AT&T Stadium Final Four Capped By Record Attendance, But Accessibility An Issue
A record-setting crowd for the UConn-Kentucky men's national championship at AT&T Stadium last night capped a "crazy, elongated sports weekend in North Texas, which was hosting its first Final Four" since '86, according to Madigan & Dickson of the FT. WORTH STAR-TELEGRAM. A crowd of 79,238 watched UConn-UK, which "set a new record" for the title game. Saturday’s attendance at the semifinals was "slightly higher at 79,444," and the three games combined for 158,682 fans, marking the "highest Final Four weekend attendance ever." In addition to basketball, the region "hosted two NASCAR races at Texas Motor Speedway" on Friday and Monday. Basketball event organizers said that they "couldn’t have asked for a much better Final Four outcome." Even a rainy Sunday "didn’t put a damper on the March Madness Music Festival, which was headlined by Bruce Springsteen in the shadow of Dallas’ Reunion Tower," as "thousands attended the three-day music festival." Meanwhile, "thousands flocked to downtown Dallas for the fan festival known as Bracket Town, and still others swarmed downtown Fort Worth’s Sundance Square, where ESPN set up its live, outdoor broadcast." Some fans "complained about the distance they had to travel between regional hotels and Arlington." However, NCAA VP/Men's Basketball Championship Dan Gavitt said that there were "no major concerns about traffic." Gavitt said of the event, "We feel like it’s been an unqualified success. We certainly feel like it’s gone quite smoothly" (FT. WORTH STAR-TELEGRAM, 4/8).
WHAT WE LEARNED: In Dallas, Ayala, Farwell, Mervosh, Ramirez & Young write under the header, "5 Things We Learned From Hosting The Final Four (Including Who Hates Us)." AT&T Stadium is "a palace, but getting there "is a hassle," as it "lacks easily accessible public transit." Fleets of buses "helped, but some users complained about breakdowns and the long rides" (DALLAS MORNING NEWS, 4/8). In Ft. Worth, Mac Engel wrote the attendance record "defeats any fan enjoyment every time." But the "far-away feeling" for fans watching basketball in a dome is a "major drawback to the ticket-buying consumer who may be on the fence." Fans in the "best seats find their eyes focusing more on the video board than the event." Engel: "AT&T Stadium will retain its relevance because of its size, and that TV set" (STAR-TELEGRAM.com, 4/7).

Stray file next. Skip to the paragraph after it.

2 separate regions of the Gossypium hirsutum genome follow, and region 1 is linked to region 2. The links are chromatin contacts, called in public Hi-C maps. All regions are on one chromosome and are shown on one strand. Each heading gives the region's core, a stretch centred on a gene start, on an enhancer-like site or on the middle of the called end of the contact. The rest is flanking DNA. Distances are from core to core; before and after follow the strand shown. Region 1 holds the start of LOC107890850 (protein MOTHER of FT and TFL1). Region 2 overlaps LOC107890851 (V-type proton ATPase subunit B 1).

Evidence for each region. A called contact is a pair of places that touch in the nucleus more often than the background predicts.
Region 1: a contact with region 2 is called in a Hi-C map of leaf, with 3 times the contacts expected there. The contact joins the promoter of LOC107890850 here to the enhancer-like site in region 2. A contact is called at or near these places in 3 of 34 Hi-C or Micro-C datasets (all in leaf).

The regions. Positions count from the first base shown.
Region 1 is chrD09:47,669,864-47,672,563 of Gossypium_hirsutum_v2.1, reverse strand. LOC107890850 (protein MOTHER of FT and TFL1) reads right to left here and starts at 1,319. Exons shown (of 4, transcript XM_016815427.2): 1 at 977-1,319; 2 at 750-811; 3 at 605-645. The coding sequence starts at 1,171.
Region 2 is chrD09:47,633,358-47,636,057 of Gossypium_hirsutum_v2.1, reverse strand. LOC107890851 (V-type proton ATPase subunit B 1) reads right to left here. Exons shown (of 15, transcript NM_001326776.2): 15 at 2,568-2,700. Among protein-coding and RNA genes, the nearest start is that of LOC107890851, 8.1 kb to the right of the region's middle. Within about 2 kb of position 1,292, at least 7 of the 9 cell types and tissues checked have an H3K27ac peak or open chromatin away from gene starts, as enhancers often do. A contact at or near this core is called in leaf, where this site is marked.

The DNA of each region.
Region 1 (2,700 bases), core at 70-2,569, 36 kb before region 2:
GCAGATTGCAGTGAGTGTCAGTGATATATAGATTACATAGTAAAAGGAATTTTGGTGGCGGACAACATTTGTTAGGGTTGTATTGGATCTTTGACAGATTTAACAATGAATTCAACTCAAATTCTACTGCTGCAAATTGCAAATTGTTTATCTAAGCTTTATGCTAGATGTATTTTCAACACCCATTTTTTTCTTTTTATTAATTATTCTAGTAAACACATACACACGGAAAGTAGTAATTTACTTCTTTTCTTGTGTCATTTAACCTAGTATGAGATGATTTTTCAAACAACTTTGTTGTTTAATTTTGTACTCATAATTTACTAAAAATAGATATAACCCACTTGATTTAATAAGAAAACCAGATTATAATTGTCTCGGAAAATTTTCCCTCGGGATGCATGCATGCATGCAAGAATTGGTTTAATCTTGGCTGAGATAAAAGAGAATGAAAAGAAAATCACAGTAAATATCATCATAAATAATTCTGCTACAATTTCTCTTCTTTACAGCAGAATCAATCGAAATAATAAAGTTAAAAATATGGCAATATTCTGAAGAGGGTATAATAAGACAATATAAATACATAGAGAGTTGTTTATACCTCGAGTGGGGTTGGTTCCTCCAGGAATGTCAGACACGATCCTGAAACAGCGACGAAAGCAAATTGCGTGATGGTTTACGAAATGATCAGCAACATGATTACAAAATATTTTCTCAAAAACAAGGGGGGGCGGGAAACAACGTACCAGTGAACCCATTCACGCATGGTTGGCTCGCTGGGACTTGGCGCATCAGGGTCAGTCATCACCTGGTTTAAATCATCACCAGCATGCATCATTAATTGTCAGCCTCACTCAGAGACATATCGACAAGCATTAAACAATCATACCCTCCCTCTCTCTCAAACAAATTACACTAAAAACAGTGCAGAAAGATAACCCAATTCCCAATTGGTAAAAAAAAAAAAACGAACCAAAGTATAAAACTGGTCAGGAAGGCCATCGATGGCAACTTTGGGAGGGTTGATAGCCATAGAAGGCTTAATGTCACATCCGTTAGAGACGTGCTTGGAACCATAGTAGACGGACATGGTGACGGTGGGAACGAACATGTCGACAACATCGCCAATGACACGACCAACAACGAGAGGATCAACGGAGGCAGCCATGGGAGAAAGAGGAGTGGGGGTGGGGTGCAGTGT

BRIGHT LIGHTS, BIG CITY: GRANTLAND's Bryan Curtis wrote, "Somehow it was decided ... that just about every big game would happen in Arlington." In the last five years, Arlington has hosted a Super Bowl, a Final Four, two World Series, an NBA All-Star Game, every Cowboys home game, two Manny Pacquiao fights, the AT&T Cotton Bowl, some big neutral site college football games and the Texas high school football state championships. The first CFP championship game also will be played there in '15 (GRANTLAND.com, 4/7).